McJad Goes Organic / Keith Hounslow and Tony Gould
TWO DISCS FOR THE PRICE OF ONE!
Those who knew the Melbourne jazz scene back in the 1970s would fondly remember McJad, the free improvising duo of trumpeter Keith Hounslow and pianist Tony Gould. Although they only have performed occasionally since, they have never lost the interest in performing music together. Indeed, it was the passing of the New Millinneium that spurred Keith to propose a new "organic" sound for the duo: that Tony Gould forsake the piano for the pipe organ, an instrument for which he avowed great respect but little familiarity.
The pipe organ in the chapel of the University of Melbourne's Ormond College served as the recording studio. The duo's singular symbiosis is conspicuous throughout the recording session particularly in their creation of the McJad Chronicles, the title given by Keith to the assembled and edited improvisations that gives the music a total compositional entity.
Of particular interest to collectors is the bonus CD which features remastered re-issues of the TWO original McJad LPs which have not been available since the early 1980s: Introducing McJad and McJad Miniatures, plus the original liner notes.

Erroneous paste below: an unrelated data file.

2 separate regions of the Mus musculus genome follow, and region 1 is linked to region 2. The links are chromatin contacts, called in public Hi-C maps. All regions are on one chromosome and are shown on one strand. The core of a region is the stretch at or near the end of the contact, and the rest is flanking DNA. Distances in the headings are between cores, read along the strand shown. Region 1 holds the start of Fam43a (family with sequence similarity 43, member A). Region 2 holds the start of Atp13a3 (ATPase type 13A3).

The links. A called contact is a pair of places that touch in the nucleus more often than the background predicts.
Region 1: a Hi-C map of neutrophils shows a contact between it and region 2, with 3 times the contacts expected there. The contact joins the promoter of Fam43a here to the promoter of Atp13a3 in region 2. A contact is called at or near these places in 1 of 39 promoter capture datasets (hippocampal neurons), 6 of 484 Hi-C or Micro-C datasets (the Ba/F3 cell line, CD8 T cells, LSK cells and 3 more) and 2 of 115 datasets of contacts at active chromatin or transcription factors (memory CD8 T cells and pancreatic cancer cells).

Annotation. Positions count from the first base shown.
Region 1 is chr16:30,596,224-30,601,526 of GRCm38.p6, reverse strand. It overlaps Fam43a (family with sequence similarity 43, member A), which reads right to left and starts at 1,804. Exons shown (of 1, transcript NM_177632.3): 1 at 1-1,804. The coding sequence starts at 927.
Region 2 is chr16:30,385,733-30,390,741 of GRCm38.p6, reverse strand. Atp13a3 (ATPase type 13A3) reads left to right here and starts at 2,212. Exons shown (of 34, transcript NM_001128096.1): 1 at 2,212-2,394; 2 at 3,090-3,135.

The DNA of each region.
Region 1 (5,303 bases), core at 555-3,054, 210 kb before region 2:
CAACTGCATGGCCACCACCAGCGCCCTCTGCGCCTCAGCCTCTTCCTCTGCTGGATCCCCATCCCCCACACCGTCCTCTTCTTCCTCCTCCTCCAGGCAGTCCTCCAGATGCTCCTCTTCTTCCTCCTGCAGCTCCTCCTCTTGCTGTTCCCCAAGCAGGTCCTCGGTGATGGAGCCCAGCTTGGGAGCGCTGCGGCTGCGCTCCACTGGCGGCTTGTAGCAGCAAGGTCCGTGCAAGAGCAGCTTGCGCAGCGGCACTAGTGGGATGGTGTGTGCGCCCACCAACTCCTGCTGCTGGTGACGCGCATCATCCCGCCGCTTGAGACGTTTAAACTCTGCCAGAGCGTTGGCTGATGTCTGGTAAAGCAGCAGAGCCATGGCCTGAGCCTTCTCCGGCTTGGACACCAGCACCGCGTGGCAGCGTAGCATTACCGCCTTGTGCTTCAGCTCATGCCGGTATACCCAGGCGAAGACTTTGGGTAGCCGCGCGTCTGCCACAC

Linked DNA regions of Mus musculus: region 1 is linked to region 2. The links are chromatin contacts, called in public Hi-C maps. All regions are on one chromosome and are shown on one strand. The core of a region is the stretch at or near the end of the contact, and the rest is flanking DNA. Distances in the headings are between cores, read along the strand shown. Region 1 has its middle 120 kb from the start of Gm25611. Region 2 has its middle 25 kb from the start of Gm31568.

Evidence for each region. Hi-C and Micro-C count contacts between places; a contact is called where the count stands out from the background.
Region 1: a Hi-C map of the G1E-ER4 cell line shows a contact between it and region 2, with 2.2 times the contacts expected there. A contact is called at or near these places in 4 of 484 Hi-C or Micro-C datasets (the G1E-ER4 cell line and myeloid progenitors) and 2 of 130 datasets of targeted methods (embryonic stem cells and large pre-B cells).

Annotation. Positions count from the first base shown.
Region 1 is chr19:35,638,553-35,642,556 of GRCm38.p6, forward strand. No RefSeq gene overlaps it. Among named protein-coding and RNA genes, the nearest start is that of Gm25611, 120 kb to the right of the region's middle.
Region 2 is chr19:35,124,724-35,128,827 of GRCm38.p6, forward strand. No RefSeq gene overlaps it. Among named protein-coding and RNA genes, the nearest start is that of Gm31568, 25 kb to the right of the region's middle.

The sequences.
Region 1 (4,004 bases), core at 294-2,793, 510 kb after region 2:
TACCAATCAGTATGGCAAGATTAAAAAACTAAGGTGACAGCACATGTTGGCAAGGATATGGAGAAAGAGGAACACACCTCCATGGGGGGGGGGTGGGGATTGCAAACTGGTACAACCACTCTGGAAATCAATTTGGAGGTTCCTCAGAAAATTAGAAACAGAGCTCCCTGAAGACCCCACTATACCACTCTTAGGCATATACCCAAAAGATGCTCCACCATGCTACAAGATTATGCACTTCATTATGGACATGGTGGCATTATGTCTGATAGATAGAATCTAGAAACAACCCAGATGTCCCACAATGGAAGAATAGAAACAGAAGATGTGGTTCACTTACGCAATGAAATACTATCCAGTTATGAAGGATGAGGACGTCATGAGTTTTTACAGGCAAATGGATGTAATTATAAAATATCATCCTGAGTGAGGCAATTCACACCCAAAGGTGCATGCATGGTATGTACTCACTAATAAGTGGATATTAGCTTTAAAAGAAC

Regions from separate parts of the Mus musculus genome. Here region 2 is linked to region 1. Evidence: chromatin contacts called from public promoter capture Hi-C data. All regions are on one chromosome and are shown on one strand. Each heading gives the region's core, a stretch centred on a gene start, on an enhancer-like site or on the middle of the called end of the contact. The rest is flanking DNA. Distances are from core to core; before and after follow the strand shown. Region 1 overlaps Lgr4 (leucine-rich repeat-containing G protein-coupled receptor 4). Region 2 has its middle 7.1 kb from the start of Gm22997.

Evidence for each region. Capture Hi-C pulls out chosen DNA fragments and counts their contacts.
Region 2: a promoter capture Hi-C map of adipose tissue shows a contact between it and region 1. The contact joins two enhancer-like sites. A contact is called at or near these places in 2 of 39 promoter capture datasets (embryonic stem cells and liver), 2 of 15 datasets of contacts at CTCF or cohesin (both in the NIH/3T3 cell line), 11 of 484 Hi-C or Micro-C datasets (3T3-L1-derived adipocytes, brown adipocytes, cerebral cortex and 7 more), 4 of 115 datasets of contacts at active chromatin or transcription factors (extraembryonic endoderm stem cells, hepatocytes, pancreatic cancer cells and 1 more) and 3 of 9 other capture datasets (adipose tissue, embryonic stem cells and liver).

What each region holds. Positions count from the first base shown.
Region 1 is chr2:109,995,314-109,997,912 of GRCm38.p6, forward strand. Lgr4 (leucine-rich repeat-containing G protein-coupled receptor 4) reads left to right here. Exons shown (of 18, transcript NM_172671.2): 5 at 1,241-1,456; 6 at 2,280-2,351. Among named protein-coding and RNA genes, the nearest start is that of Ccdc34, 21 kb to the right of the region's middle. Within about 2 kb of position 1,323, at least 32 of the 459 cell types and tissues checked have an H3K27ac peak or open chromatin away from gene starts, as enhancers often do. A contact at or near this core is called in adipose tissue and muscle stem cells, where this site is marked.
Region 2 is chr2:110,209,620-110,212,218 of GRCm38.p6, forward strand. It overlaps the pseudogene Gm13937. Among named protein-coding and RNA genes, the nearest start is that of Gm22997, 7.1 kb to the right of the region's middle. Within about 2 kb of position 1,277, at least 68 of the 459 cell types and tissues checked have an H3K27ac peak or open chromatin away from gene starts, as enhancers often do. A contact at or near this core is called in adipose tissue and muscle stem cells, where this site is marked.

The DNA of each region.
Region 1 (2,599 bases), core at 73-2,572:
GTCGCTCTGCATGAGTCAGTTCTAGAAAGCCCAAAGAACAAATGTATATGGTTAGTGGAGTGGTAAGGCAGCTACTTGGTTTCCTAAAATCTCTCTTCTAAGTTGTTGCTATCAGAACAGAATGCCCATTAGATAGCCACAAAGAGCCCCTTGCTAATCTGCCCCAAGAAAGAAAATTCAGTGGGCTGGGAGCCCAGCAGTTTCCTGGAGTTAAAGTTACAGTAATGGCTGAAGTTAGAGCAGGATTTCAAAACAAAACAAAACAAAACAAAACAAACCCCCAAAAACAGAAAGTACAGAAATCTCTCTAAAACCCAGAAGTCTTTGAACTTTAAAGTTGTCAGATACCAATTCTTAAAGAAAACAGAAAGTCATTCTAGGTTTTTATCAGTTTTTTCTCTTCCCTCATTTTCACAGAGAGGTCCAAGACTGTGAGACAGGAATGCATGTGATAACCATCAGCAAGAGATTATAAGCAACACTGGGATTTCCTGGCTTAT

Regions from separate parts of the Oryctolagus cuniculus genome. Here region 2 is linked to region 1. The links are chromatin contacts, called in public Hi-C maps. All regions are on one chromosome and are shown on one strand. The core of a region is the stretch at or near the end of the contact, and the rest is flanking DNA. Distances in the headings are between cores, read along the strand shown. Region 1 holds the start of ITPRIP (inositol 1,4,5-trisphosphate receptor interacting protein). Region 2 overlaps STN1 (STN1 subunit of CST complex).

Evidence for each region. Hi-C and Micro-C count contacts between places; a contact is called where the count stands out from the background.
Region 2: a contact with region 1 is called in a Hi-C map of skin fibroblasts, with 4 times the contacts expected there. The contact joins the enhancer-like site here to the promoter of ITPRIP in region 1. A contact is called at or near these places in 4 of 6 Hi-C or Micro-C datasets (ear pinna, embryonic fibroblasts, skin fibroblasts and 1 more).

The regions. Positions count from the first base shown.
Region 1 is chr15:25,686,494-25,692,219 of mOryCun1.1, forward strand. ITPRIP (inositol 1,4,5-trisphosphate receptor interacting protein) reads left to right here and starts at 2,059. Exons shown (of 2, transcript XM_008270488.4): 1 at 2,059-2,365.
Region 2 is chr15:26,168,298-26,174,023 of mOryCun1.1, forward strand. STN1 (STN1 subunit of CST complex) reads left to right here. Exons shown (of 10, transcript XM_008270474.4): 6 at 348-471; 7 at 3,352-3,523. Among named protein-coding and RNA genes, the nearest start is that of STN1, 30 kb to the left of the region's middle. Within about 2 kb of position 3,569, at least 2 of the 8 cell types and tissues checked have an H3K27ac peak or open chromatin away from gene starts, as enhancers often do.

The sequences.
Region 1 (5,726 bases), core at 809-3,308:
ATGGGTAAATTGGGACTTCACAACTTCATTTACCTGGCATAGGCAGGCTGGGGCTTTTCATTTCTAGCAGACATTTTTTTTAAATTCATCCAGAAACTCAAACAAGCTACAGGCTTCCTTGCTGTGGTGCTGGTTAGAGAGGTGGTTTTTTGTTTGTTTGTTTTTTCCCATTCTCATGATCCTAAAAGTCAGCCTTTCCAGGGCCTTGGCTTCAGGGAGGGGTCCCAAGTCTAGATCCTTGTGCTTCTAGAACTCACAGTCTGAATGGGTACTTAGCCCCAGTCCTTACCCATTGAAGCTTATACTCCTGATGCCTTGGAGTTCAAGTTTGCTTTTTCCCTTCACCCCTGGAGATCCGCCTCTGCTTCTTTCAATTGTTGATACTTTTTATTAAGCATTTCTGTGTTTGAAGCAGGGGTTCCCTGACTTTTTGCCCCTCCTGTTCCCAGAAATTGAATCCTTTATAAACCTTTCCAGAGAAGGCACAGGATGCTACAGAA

With a comprehensive historical booklet with footage from both the original 1970s and new recording sessions, McJad Goes Organic is a true collector's item. Not to be missed!
The McJad Chronicles (Hounslow/Gould)
Basin Street Blues (Williams)
Old Folks (Hill/Robison)
In the wee small hours of the morning (Mann/Hilliard)
DISC TWO (bonus)
Blues for Rex Mk II
Miniature Suite No. 1
Miniature Suite No. 2
Mote ze Harbinger
Tittle for tattle
Press Quotes“Keith Hounslow and Tony Gould have been an inspiration to Australian jazz for generations already. I value releases like this in the same way as I would a Fred Williams or Brett Whiteley painting in terms of their cultural significance to Australia.”
— Dale Barlow Music Forum“Gould harnesses with sublime touch the textures and tones available to him on the chapel organ, providing a perfect foil for Hounslow's horns...spontaneously improvised by master musicians blurring the line between hard-eared telepathy and composition. . . . Best of All, Hounslow's long jazz history is on full display. It is startling and joyful to hear such inspired spontaneous music. . . Keith Hounslow is one of the great stylists of jazz. . .”
— Kenny Weir, Sunday Herald Sun“of interest to those who have not heard McJad and to collectors of historical value. Particularly poignant too because it marks the retirement from performance by Keith Hounslow, a trumpeter of rare talent.”
— Ian Neil, former ABC Radio presenter
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